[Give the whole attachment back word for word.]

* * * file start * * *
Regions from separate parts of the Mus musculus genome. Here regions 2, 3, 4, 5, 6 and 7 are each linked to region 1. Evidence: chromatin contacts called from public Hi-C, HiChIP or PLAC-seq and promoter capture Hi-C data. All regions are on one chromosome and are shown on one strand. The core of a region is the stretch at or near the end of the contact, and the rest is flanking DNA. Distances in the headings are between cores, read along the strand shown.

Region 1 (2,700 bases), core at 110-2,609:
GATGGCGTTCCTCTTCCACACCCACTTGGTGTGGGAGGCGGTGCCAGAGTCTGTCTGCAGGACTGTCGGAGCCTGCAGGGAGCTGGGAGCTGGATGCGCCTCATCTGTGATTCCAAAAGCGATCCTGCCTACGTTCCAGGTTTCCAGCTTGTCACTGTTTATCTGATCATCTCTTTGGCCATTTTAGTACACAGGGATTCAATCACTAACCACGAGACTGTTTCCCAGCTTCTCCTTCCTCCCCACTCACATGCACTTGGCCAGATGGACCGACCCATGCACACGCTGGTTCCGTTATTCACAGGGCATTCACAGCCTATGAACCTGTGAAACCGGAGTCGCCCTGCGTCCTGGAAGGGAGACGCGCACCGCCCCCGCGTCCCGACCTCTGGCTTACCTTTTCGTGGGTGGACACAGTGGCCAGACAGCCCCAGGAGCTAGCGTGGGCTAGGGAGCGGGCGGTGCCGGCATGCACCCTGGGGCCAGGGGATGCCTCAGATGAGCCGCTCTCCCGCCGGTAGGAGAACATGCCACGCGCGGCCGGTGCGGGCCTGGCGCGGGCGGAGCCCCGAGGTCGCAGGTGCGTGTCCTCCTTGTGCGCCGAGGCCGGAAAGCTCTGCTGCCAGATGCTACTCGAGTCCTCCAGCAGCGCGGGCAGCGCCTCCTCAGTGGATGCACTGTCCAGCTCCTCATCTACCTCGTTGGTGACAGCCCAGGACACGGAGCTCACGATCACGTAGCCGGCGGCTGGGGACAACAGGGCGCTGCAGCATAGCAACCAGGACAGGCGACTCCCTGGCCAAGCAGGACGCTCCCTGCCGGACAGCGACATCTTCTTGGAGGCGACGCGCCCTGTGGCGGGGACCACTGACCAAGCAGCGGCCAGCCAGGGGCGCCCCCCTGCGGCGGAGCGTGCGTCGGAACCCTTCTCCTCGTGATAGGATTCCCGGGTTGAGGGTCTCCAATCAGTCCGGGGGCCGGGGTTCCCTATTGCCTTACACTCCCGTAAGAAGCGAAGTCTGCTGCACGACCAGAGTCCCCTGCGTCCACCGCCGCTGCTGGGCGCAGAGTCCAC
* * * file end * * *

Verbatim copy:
Regions from separate parts of the Mus musculus genome. Here regions 2, 3, 4, 5, 6 and 7 are each linked to region 1. Evidence: chromatin contacts called from public Hi-C, HiChIP or PLAC-seq and promoter capture Hi-C data. All regions are on one chromosome and are shown on one strand. The core of a region is the stretch at or near the end of the contact, and the rest is flanking DNA. Distances in the headings are between cores, read along the strand shown.

Region 1 (2,700 bases), core at 110-2,609:
GATGGCGTTCCTCTTCCACACCCACTTGGTGTGGGAGGCGGTGCCAGAGTCTGTCTGCAGGACTGTCGGAGCCTGCAGGGAGCTGGGAGCTGGATGCGCCTCATCTGTGATTCCAAAAGCGATCCTGCCTACGTTCCAGGTTTCCAGCTTGTCACTGTTTATCTGATCATCTCTTTGGCCATTTTAGTACACAGGGATTCAATCACTAACCACGAGACTGTTTCCCAGCTTCTCCTTCCTCCCCACTCACATGCACTTGGCCAGATGGACCGACCCATGCACACGCTGGTTCCGTTATTCACAGGGCATTCACAGCCTATGAACCTGTGAAACCGGAGTCGCCCTGCGTCCTGGAAGGGAGACGCGCACCGCCCCCGCGTCCCGACCTCTGGCTTACCTTTTCGTGGGTGGACACAGTGGCCAGACAGCCCCAGGAGCTAGCGTGGGCTAGGGAGCGGGCGGTGCCGGCATGCACCCTGGGGCCAGGGGATGCCTCAGATGAGCCGCTCTCCCGCCGGTAGGAGAACATGCCACGCGCGGCCGGTGCGGGCCTGGCGCGGGCGGAGCCCCGAGGTCGCAGGTGCGTGTCCTCCTTGTGCGCCGAGGCCGGAAAGCTCTGCTGCCAGATGCTACTCGAGTCCTCCAGCAGCGCGGGCAGCGCCTCCTCAGTGGATGCACTGTCCAGCTCCTCATCTACCTCGTTGGTGACAGCCCAGGACACGGAGCTCACGATCACGTAGCCGGCGGCTGGGGACAACAGGGCGCTGCAGCATAGCAACCAGGACAGGCGACTCCCTGGCCAAGCAGGACGCTCCCTGCCGGACAGCGACATCTTCTTGGAGGCGACGCGCCCTGTGGCGGGGACCACTGACCAAGCAGCGGCCAGCCAGGGGCGCCCCCCTGCGGCGGAGCGTGCGTCGGAACCCTTCTCCTCGTGATAGGATTCCCGGGTTGAGGGTCTCCAATCAGTCCGGGGGCCGGGGTTCCCTATTGCCTTACACTCCCGTAAGAAGCGAAGTCTGCTGCACGACCAGAGTCCCCTGCGTCCACCGCCGCTGCTGGGCGCAGAGTCCAC